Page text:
8. I have recently joined am quite new to hunting for fossils. I have recently gone on a collecting trip to lake Texoma (located on the Texas/Oaklahoma border) and found some specimens. I already have the usual geological tools (chisel, bricklayers hammer Estwing brand, chisel, crack hammer,etc). I then brought them back home and I am quite troubled by how hard they are to get out! I am afraid that I will ruin my specimens (I live in Virginia, so I am no where near the collection site in case I want to go back and obtain more).
  9. 5 Gallon Bucket Tool Organizer

    Does anyone else use a 5 gallon bucket tool organizer for collecting? I do and love it! Super handy. The sheer number and variety of pockets will fit just about any tool you can think of. Plus you have the bucket to cary out your finds or to carry more tools in. They are also very cheap. You can get a really nice one for $20 USD or less. I’ve seen the “off brands” for around $10 USD at the big box stores.
  10. I’m excited about this find, not only is it a fossil, form what not totally sure, but I also believe it is a tool! You can see the marks from where it has been carefully cracked. On the flat side of the bone, you can see where it has been flattened as well. If not a tool then certainly harvested bone marrow. This was found in an area close to other Clovis finds.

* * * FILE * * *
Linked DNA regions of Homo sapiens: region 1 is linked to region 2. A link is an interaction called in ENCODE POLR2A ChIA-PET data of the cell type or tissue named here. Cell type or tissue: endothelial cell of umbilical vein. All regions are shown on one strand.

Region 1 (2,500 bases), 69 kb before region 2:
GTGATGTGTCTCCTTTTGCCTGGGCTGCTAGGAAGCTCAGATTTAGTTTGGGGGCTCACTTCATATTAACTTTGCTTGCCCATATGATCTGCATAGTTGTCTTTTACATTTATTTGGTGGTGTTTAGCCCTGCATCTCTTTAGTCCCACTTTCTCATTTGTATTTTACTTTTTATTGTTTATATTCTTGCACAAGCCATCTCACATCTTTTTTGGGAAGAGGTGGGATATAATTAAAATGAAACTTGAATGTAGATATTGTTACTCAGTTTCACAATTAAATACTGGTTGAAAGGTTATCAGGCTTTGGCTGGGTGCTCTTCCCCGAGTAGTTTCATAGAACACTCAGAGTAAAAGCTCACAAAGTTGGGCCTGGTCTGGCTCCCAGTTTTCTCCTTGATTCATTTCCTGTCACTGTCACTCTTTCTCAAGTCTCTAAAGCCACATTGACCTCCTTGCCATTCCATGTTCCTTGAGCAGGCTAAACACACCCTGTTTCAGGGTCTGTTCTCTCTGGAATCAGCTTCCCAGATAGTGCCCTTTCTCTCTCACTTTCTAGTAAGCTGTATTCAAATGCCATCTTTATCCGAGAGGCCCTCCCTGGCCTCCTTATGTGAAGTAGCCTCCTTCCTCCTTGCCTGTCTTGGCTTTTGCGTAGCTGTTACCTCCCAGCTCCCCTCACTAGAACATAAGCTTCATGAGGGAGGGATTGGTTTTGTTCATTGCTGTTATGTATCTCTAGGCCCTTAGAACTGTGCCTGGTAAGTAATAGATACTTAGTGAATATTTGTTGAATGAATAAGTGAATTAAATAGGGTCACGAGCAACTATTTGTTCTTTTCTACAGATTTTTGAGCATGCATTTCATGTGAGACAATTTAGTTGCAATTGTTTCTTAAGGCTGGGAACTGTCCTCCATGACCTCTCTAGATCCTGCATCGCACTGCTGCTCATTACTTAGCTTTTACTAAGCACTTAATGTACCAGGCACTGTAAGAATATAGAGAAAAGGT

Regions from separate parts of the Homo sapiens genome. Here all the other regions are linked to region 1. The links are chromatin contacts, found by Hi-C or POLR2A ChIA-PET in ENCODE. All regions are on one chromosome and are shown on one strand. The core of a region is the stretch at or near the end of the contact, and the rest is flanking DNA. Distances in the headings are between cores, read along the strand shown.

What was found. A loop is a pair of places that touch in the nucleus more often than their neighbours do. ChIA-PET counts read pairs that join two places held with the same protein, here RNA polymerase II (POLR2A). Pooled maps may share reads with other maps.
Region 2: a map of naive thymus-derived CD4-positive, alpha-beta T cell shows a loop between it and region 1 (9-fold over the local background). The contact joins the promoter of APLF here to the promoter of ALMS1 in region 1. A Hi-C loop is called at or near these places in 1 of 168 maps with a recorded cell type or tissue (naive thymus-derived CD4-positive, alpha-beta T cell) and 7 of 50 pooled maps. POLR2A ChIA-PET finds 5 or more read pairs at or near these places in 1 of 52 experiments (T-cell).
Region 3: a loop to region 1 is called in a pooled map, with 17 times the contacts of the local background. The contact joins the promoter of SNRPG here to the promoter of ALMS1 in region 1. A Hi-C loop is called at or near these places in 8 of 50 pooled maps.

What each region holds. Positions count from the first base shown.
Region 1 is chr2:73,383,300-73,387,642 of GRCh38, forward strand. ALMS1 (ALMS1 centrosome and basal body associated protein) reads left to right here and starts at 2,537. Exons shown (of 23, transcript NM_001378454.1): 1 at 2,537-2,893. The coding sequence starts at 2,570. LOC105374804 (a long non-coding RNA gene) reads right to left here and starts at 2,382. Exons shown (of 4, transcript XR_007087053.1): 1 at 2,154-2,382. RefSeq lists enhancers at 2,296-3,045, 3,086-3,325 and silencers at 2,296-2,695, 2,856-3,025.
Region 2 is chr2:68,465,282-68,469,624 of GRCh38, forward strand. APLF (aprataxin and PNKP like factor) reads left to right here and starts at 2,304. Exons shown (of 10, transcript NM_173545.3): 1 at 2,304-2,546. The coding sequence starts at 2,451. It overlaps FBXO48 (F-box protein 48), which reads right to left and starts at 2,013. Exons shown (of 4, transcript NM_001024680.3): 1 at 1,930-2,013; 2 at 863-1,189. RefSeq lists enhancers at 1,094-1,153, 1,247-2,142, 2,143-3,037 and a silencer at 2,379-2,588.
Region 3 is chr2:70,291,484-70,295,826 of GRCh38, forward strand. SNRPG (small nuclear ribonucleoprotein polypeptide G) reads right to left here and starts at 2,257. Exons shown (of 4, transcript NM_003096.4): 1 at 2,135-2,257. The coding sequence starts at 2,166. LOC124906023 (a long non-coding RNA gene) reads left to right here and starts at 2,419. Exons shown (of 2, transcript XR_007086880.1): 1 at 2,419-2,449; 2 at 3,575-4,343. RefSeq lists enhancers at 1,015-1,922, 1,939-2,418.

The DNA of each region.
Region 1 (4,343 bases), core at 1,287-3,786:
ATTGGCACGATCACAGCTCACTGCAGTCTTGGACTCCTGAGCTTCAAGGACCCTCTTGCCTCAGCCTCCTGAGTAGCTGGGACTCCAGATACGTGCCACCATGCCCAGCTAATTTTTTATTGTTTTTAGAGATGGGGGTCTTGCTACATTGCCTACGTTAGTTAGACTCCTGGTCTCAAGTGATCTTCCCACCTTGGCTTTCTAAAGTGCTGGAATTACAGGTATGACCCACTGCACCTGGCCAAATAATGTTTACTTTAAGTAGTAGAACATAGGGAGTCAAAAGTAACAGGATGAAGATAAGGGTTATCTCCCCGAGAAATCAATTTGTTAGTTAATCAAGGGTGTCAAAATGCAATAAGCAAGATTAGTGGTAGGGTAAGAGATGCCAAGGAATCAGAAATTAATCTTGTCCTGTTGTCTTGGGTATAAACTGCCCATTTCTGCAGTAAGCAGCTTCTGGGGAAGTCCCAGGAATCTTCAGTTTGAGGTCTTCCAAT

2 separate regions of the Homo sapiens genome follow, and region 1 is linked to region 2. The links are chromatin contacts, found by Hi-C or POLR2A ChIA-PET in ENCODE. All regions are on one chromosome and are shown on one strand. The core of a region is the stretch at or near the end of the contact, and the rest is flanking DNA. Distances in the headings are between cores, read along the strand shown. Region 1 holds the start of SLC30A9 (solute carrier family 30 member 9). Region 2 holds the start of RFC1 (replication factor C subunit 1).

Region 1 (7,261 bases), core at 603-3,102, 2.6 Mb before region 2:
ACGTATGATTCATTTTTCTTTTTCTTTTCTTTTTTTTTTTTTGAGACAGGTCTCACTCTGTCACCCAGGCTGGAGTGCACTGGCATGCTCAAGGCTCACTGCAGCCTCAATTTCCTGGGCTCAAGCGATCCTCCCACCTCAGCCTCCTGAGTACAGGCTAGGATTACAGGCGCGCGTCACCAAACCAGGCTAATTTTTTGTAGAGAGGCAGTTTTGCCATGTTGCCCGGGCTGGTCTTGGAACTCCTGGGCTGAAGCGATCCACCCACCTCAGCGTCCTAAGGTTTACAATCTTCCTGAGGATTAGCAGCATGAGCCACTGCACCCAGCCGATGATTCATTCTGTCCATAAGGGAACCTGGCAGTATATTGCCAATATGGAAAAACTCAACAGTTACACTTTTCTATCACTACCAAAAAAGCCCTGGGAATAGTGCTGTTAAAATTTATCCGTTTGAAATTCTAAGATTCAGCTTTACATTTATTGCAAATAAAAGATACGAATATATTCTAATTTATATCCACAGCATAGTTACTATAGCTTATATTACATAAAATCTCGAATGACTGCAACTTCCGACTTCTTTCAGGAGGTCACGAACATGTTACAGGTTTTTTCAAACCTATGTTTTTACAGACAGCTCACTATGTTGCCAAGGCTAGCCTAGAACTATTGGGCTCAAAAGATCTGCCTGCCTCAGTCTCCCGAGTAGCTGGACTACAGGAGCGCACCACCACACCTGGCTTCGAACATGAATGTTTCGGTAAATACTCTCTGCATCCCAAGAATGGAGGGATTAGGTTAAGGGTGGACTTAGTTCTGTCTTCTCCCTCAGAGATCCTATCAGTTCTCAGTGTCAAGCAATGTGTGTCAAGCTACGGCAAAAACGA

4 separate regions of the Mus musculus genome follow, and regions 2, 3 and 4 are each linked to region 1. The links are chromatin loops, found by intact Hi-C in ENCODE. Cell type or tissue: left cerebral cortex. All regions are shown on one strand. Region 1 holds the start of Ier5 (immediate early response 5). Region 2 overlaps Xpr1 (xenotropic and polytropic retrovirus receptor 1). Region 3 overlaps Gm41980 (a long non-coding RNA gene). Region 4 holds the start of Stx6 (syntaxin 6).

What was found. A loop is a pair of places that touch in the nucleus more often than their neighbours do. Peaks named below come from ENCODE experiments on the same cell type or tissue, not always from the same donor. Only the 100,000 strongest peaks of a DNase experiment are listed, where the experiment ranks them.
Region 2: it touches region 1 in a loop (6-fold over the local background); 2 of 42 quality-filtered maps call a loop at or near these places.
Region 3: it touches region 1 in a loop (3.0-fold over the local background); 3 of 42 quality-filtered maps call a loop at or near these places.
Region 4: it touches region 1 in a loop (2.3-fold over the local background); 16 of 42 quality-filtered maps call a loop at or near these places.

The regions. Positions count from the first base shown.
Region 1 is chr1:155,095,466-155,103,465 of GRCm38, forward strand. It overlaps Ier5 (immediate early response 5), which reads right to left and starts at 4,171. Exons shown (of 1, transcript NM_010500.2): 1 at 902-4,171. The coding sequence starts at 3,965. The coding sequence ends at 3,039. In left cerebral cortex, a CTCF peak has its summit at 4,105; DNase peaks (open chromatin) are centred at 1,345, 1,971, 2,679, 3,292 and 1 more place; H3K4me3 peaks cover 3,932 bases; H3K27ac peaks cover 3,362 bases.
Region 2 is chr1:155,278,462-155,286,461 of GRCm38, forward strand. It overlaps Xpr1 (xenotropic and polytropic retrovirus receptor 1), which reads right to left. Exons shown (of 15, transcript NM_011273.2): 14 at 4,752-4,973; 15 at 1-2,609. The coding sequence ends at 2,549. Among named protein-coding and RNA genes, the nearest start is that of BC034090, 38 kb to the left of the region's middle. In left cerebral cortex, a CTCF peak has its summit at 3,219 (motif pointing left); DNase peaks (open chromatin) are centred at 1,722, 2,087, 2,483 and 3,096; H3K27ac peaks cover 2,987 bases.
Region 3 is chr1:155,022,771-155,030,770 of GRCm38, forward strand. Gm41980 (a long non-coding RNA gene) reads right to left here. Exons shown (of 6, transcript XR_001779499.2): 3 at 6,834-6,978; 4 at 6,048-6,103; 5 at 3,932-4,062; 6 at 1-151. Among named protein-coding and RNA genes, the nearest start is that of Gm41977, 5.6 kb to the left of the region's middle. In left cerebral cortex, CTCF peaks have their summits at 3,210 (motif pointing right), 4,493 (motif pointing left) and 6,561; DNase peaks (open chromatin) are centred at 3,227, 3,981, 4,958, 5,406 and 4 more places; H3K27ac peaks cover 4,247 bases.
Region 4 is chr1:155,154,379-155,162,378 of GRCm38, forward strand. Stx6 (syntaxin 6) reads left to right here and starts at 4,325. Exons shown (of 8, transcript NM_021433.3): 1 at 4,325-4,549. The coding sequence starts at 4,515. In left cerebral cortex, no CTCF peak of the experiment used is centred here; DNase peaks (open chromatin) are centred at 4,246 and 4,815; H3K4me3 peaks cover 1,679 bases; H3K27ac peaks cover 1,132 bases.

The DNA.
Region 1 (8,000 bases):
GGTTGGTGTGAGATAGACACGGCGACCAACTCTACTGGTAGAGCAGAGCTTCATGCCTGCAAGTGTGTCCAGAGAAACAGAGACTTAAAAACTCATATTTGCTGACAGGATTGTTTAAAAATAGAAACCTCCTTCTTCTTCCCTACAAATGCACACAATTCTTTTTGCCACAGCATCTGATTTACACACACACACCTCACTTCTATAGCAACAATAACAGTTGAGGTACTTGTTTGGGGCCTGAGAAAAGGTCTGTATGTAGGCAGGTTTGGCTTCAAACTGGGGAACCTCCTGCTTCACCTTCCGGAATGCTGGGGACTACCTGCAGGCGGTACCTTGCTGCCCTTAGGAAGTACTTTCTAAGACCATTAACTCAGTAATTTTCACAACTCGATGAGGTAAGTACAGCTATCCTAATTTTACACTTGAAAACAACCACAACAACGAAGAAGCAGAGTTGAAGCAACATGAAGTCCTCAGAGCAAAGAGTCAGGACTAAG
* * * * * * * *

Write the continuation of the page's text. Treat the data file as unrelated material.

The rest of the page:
11. Old Bone or Ancient Tool fossil?

    I found this piece of limestone that seems to be too much of a coincidence for it to fit in my hand just right. It almost reminds me of the manubrium of the sternum but then I thought it could maybe be an ancient carved tool. It could also be just a rock :-). Any help would be appreciated.
  12. Stromatolite? Indian Tool?

    Is this a stromatolite? Or an indian tool?
  13. Air Abrasive Tool Help?

    Hi, I'm looking to purchase an Air Abrasive Tool, preferable online (or in a store that would sell them) I have been looking online but seem to get offers for tire maintenance and electronic cigarettes with dinosaurs on them when I look for "Air Abrasive Tool" on amazon / online So I have a few question for those who are experts to help out someone who has no idea about the tool at all. Any info would be helpful 1. Where can I get my hands on one? Can I go to a hardware store? Or can I buy one online? 2. If I buy one, I will want to use different PSI levels (if I even know what I'm talking about) so I don't damage the fossil when doing minor touch ups. How is the psi level adjusted? 3. Are there any rocks that it will not work on? Particularly the fossils I find are on mud stone and shale. 4. Can I use other abrasive powders such as baking soda which is less dangerous to breathe than aluminum oxide? (of course this would be outside with a mask on anyways) 5. What is the general price range for one that simply gets the job done (not looking for professional work, just trying to lightly expose my fossils from the matrix better)? 6. My girlfriend thinks fossils are utterly boring but would be very interested in using the air pen to touch them up (not sure why) is it possible you could hurt yourself if you accidently slipped and the tool touched you while on? 7. Will I need to buy compressed air cartridges, If so where should I buy them and what brand will fit? if not, how does it become pressurized? 8. Are there any things aside from the air tool that I will need to buy that is not included (other than a mask or fume hood) Anyone who can help point me in the right direction would be very appreciated. Thanks - John